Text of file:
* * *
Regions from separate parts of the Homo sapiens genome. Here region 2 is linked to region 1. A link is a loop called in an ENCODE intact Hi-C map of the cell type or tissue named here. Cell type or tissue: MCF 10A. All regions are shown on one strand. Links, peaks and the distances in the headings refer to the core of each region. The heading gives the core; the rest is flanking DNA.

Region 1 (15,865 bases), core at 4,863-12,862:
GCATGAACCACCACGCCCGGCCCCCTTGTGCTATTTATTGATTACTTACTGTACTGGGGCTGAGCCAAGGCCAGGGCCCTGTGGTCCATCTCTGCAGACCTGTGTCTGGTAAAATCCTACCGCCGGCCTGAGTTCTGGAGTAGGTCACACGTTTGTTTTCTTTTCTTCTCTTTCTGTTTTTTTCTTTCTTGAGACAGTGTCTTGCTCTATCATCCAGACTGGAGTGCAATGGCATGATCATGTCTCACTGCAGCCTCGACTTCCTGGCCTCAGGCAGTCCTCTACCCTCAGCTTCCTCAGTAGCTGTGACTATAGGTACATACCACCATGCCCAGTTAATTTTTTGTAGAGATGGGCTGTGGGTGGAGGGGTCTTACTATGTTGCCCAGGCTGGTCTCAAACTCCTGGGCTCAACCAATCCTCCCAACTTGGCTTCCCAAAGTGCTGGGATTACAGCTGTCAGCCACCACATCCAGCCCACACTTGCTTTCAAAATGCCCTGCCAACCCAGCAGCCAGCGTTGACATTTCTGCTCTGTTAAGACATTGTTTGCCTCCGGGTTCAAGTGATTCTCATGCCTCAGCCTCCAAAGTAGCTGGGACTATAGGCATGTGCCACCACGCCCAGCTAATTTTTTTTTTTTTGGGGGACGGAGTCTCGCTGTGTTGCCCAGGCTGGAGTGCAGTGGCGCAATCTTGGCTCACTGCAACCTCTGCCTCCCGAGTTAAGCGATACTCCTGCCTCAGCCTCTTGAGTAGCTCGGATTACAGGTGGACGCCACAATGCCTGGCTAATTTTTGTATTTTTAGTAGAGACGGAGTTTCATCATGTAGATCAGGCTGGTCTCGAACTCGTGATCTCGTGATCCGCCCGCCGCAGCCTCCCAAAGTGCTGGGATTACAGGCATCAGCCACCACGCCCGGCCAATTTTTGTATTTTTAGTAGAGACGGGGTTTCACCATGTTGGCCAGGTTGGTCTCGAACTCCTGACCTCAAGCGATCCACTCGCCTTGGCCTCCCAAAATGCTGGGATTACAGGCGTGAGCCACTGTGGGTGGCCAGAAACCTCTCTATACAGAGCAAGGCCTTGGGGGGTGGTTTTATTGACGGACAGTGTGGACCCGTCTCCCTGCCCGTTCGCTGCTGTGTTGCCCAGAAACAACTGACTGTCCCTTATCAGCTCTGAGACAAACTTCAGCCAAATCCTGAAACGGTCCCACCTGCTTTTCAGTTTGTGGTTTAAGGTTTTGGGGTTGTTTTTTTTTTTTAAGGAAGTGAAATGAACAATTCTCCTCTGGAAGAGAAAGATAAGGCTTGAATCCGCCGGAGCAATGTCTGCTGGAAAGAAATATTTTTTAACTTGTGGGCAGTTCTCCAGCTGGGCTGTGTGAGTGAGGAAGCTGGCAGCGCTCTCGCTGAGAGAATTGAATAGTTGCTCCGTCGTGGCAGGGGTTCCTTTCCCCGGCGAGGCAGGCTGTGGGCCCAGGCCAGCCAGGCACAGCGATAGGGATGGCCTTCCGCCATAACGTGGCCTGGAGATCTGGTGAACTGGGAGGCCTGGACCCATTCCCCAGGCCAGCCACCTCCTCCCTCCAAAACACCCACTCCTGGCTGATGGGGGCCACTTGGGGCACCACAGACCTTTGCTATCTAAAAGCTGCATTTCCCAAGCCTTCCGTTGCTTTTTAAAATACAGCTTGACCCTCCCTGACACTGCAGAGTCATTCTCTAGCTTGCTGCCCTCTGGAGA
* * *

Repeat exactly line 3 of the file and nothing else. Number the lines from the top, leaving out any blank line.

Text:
GCATGAACCACCACGCCCGGCCCCCTTGTGCTATTTATTGATTACTTACTGTACTGGGGCTGAGCCAAGGCCAGGGCCCTGTGGTCCATCTCTGCAGACCTGTGTCTGGTAAAATCCTACCGCCGGCCTGAGTTCTGGAGTAGGTCACACGTTTGTTTTCTTTTCTTCTCTTTCTGTTTTTTTCTTTCTTGAGACAGTGTCTTGCTCTATCATCCAGACTGGAGTGCAATGGCATGATCATGTCTCACTGCAGCCTCGACTTCCTGGCCTCAGGCAGTCCTCTACCCTCAGCTTCCTCAGTAGCTGTGACTATAGGTACATACCACCATGCCCAGTTAATTTTTTGTAGAGATGGGCTGTGGGTGGAGGGGTCTTACTATGTTGCCCAGGCTGGTCTCAAACTCCTGGGCTCAACCAATCCTCCCAACTTGGCTTCCCAAAGTGCTGGGATTACAGCTGTCAGCCACCACATCCAGCCCACACTTGCTTTCAAAATGCCCTGCCAACCCAGCAGCCAGCGTTGACATTTCTGCTCTGTTAAGACATTGTTTGCCTCCGGGTTCAAGTGATTCTCATGCCTCAGCCTCCAAAGTAGCTGGGACTATAGGCATGTGCCACCACGCCCAGCTAATTTTTTTTTTTTTGGGGGACGGAGTCTCGCTGTGTTGCCCAGGCTGGAGTGCAGTGGCGCAATCTTGGCTCACTGCAACCTCTGCCTCCCGAGTTAAGCGATACTCCTGCCTCAGCCTCTTGAGTAGCTCGGATTACAGGTGGACGCCACAATGCCTGGCTAATTTTTGTATTTTTAGTAGAGACGGAGTTTCATCATGTAGATCAGGCTGGTCTCGAACTCGTGATCTCGTGATCCGCCCGCCGCAGCCTCCCAAAGTGCTGGGATTACAGGCATCAGCCACCACGCCCGGCCAATTTTTGTATTTTTAGTAGAGACGGGGTTTCACCATGTTGGCCAGGTTGGTCTCGAACTCCTGACCTCAAGCGATCCACTCGCCTTGGCCTCCCAAAATGCTGGGATTACAGGCGTGAGCCACTGTGGGTGGCCAGAAACCTCTCTATACAGAGCAAGGCCTTGGGGGGTGGTTTTATTGACGGACAGTGTGGACCCGTCTCCCTGCCCGTTCGCTGCTGTGTTGCCCAGAAACAACTGACTGTCCCTTATCAGCTCTGAGACAAACTTCAGCCAAATCCTGAAACGGTCCCACCTGCTTTTCAGTTTGTGGTTTAAGGTTTTGGGGTTGTTTTTTTTTTTTAAGGAAGTGAAATGAACAATTCTCCTCTGGAAGAGAAAGATAAGGCTTGAATCCGCCGGAGCAATGTCTGCTGGAAAGAAATATTTTTTAACTTGTGGGCAGTTCTCCAGCTGGGCTGTGTGAGTGAGGAAGCTGGCAGCGCTCTCGCTGAGAGAATTGAATAGTTGCTCCGTCGTGGCAGGGGTTCCTTTCCCCGGCGAGGCAGGCTGTGGGCCCAGGCCAGCCAGGCACAGCGATAGGGATGGCCTTCCGCCATAACGTGGCCTGGAGATCTGGTGAACTGGGAGGCCTGGACCCATTCCCCAGGCCAGCCACCTCCTCCCTCCAAAACACCCACTCCTGGCTGATGGGGGCCACTTGGGGCACCACAGACCTTTGCTATCTAAAAGCTGCATTTCCCAAGCCTTCCGTTGCTTTTTAAAATACAGCTTGACCCTCCCTGACACTGCAGAGTCATTCTCTAGCTTGCTGCCCTCTGGAGA